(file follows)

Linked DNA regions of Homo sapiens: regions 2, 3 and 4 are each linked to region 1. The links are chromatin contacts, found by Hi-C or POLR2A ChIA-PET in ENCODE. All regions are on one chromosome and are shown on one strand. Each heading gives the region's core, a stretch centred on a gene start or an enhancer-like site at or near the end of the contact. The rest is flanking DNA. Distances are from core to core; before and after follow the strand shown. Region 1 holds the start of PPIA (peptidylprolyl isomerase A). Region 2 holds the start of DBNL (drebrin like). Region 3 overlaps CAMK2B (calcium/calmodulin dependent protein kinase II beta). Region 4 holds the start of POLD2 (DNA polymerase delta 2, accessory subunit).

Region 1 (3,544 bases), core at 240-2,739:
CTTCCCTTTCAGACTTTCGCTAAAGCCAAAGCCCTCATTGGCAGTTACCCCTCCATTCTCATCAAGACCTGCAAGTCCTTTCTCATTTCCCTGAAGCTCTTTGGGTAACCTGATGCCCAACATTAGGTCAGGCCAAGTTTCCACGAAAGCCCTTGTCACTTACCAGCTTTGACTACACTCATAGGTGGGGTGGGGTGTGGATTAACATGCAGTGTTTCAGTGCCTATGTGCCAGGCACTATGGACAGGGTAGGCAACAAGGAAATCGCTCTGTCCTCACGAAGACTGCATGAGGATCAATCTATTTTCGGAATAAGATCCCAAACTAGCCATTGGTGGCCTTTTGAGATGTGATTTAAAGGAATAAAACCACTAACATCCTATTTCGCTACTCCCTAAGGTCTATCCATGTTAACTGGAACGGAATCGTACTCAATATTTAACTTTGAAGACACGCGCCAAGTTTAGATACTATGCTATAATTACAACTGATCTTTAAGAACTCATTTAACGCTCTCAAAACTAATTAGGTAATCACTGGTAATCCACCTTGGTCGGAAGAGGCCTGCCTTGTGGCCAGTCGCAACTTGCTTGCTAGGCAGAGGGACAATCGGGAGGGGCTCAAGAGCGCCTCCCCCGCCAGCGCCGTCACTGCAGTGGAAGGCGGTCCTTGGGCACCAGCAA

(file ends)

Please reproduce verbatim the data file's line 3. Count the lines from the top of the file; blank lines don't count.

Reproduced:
CTTCCCTTTCAGACTTTCGCTAAAGCCAAAGCCCTCATTGGCAGTTACCCCTCCATTCTCATCAAGACCTGCAAGTCCTTTCTCATTTCCCTGAAGCTCTTTGGGTAACCTGATGCCCAACATTAGGTCAGGCCAAGTTTCCACGAAAGCCCTTGTCACTTACCAGCTTTGACTACACTCATAGGTGGGGTGGGGTGTGGATTAACATGCAGTGTTTCAGTGCCTATGTGCCAGGCACTATGGACAGGGTAGGCAACAAGGAAATCGCTCTGTCCTCACGAAGACTGCATGAGGATCAATCTATTTTCGGAATAAGATCCCAAACTAGCCATTGGTGGCCTTTTGAGATGTGATTTAAAGGAATAAAACCACTAACATCCTATTTCGCTACTCCCTAAGGTCTATCCATGTTAACTGGAACGGAATCGTACTCAATATTTAACTTTGAAGACACGCGCCAAGTTTAGATACTATGCTATAATTACAACTGATCTTTAAGAACTCATTTAACGCTCTCAAAACTAATTAGGTAATCACTGGTAATCCACCTTGGTCGGAAGAGGCCTGCCTTGTGGCCAGTCGCAACTTGCTTGCTAGGCAGAGGGACAATCGGGAGGGGCTCAAGAGCGCCTCCCCCGCCAGCGCCGTCACTGCAGTGGAAGGCGGTCCTTGGGCACCAGCAA